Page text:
Mr. Speaker, I thank the House for the opportunity to speak to this important matter. The Minister of Justice mentioned to me earlier today that he recently met with the Commissioner of Official Languages and that he wishes to thank the commissioner for his very good work in this area and all areas concerning official languages.
As members know, access to justice in both official languages is an important issue for all Canadians. Canadians wish to live in a law-abiding society with an equitable, accessible and fair justice system for all. In criminal matters, these principles mean that the courts must be able to operate in French and in English in accordance with the official language chosen by the accused for his or her trial. It is extremely important that one's constitutional rights are well understood, and this is a fundamental principle of justice.
First, it is important to remember that because of the division of legislative authority between the federal and provincial governments, the federal government has a limited role in the implementation of the Criminal Code provisions. While the federal government has exclusive jurisdiction over amendments made to the Criminal Code and over criminal procedure, the provinces are primarily responsible for the administration of the courts and the prosecutions under the Criminal Code.
While the Prime Minister has executive authority for the appointment of superior and appeal courts judges, the provinces and territories are responsible for the composition of the provincial courts. This means that under the provisions of the Criminal Code, which form the basis for the standing committee's statutory review of part XVII, the provinces and territories must ensure that they have the institutional and human resources necessary within their respective criminal justice systems to allow defendants to face trial in the official language of their choice. That said, working within its jurisdiction and its means, the Government of Canada is supported by the minister and the Department of Justice, and works with its provincial and territorial counterparts in order to support and improve the implementation of the language provisions found in the Criminal Code.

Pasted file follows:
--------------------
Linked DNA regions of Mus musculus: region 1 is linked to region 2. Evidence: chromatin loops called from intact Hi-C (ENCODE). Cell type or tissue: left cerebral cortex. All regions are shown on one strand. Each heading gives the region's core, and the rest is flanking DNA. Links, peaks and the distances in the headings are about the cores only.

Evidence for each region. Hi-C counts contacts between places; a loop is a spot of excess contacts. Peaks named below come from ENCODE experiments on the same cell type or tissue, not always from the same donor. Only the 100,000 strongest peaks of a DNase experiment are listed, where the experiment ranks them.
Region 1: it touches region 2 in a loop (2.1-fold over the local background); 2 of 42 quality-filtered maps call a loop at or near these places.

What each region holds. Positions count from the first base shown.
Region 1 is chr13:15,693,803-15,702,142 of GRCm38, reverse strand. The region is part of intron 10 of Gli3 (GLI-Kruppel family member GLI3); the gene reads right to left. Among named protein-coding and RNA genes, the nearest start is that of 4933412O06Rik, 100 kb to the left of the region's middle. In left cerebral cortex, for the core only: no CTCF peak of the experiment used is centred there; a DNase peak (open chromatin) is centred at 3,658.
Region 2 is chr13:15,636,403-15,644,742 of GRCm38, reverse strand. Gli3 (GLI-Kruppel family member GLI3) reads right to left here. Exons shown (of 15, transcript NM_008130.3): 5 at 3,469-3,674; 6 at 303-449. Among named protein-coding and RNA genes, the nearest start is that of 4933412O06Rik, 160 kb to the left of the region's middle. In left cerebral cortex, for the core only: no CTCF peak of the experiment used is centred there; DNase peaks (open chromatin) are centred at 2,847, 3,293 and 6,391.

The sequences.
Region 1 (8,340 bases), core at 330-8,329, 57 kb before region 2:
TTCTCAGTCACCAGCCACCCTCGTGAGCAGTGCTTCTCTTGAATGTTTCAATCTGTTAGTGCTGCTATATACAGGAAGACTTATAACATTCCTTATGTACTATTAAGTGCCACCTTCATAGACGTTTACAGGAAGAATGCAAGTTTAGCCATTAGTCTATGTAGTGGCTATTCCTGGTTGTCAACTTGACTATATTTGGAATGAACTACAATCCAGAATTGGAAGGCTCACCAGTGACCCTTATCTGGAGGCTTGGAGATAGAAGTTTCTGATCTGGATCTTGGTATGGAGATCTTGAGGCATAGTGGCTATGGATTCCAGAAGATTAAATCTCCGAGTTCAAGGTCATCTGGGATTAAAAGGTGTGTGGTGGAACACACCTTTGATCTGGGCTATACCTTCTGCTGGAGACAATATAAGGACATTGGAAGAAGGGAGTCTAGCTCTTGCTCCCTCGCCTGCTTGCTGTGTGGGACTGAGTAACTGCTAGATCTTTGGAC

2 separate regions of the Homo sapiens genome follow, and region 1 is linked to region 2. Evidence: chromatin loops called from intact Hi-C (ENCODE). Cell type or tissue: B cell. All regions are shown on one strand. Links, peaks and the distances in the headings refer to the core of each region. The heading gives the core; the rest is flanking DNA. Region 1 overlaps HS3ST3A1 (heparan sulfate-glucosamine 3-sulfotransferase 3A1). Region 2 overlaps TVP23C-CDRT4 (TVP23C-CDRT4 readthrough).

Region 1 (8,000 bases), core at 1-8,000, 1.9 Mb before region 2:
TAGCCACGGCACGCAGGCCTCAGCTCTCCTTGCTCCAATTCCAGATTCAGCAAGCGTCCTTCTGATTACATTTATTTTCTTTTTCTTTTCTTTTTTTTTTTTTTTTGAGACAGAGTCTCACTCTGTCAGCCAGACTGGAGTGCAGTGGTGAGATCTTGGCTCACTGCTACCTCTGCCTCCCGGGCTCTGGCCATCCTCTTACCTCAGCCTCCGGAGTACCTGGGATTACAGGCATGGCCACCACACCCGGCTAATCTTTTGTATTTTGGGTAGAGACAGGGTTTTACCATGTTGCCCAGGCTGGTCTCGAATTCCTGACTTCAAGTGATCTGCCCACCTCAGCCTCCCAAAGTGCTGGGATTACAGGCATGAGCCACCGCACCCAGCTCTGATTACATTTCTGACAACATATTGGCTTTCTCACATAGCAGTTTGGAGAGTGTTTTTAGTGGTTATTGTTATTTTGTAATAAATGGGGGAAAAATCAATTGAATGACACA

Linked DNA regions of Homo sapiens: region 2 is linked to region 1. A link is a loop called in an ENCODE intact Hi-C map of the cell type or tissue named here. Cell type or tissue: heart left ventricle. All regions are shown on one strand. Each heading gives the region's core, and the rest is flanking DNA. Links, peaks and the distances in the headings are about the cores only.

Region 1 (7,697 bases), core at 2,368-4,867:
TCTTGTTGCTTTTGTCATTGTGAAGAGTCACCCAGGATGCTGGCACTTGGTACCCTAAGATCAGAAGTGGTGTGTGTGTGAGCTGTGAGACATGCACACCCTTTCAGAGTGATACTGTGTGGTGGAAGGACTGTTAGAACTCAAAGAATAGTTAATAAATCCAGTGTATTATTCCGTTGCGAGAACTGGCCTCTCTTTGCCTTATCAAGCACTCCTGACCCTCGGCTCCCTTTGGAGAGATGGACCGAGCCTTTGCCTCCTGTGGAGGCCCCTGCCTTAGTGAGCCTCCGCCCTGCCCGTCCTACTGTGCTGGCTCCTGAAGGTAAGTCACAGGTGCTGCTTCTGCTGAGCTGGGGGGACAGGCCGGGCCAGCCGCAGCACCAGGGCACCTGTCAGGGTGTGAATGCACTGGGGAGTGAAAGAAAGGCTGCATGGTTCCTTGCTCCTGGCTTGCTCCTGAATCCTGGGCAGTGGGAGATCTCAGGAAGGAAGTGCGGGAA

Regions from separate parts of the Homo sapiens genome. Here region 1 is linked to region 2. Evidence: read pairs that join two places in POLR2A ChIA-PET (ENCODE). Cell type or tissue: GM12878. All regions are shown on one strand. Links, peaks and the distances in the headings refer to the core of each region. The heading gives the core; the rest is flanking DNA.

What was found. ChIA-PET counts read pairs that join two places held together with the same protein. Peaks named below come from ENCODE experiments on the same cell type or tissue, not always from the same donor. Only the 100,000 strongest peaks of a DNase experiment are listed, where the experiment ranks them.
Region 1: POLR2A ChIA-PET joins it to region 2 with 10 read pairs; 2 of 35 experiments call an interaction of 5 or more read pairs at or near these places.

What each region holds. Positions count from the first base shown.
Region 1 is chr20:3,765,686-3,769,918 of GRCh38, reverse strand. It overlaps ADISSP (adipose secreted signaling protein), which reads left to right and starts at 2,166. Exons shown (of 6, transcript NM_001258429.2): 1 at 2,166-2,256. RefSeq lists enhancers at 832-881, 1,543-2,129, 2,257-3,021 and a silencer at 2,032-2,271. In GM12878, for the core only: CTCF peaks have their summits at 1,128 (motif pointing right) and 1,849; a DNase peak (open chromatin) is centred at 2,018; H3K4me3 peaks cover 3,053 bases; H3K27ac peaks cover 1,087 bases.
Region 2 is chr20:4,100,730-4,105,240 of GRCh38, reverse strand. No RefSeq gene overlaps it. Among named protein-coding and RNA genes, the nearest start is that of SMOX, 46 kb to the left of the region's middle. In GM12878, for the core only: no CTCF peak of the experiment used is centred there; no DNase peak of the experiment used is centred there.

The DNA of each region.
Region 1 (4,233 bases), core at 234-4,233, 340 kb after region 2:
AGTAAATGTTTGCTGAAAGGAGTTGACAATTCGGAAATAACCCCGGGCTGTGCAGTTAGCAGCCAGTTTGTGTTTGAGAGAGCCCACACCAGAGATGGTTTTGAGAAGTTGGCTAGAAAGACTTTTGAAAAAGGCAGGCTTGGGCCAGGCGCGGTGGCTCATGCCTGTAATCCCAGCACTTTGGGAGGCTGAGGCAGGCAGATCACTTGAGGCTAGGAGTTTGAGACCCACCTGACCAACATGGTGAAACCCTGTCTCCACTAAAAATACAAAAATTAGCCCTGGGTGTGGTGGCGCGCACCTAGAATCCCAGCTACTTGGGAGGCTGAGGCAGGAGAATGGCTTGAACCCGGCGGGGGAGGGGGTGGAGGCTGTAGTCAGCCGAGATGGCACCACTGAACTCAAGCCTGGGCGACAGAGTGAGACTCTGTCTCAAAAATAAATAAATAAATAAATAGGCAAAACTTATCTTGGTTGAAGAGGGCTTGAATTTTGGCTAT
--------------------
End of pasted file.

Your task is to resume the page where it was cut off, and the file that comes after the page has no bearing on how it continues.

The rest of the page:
Our government's commitment to official languages is undeniable. In Canada's economic action plan 2013, our government pledged to support official languages by maintaining funding dedicated to protecting, celebrating and reinforcing Canada's linguistic duality. This commitment is reflected in the road map for Canada's official languages 2013 to 2018. The road map, which was approved by this government in December 2013, has three pillars: education, immigration and communities. Under the road map, the Government of Canada has undertaken a number of measures to fulfill its commitment and to support our provincial and territorial partners. The access to justice in both official languages support fund, with a five-year funding envelope of $40 million, allocates resources to, among others, the provinces, territories, court administrations, universities, training centres and official language minority communities. This funding supports justice in both official languages within their respective spheres of activity. In addition to grants and contributions, the government also provides support to its governmental and non-governmental partners in the form of collaborative activities and ongoing consultations.
All told, provinces and territories can count on this government to provide them with the necessary financial and collaborative support for language-training programs that are specifically adapted to the needs of justice stakeholders, including crown prosecutors, provincial court clerks, provincially appointed criminal judges, and probation officers.
In addition, as part of its ongoing efforts and in response to the standing committee's recommendations stemming from the statutory review of part XVII of the Criminal Code, the Department of Justice has made a contribution toward the creation of a national consortium for justice training in both official languages. The consortium is essentially made up of post-secondary teaching institutions, jurilinguistic centres and non-profit organizations that provide training services. This consortium will advise the Department of Justice, where appropriate, on the language-training needs of provincial justice stakeholders. It will also develop collaborative approaches among its members in an effort to meet these training needs. It should be noted that the Minister of Justice, as evidenced by the government's comprehensive response to the committee's report, has committed to bringing the committee's recommendation with respect to court interpreters and transcribers to the consortium's attention for consideration.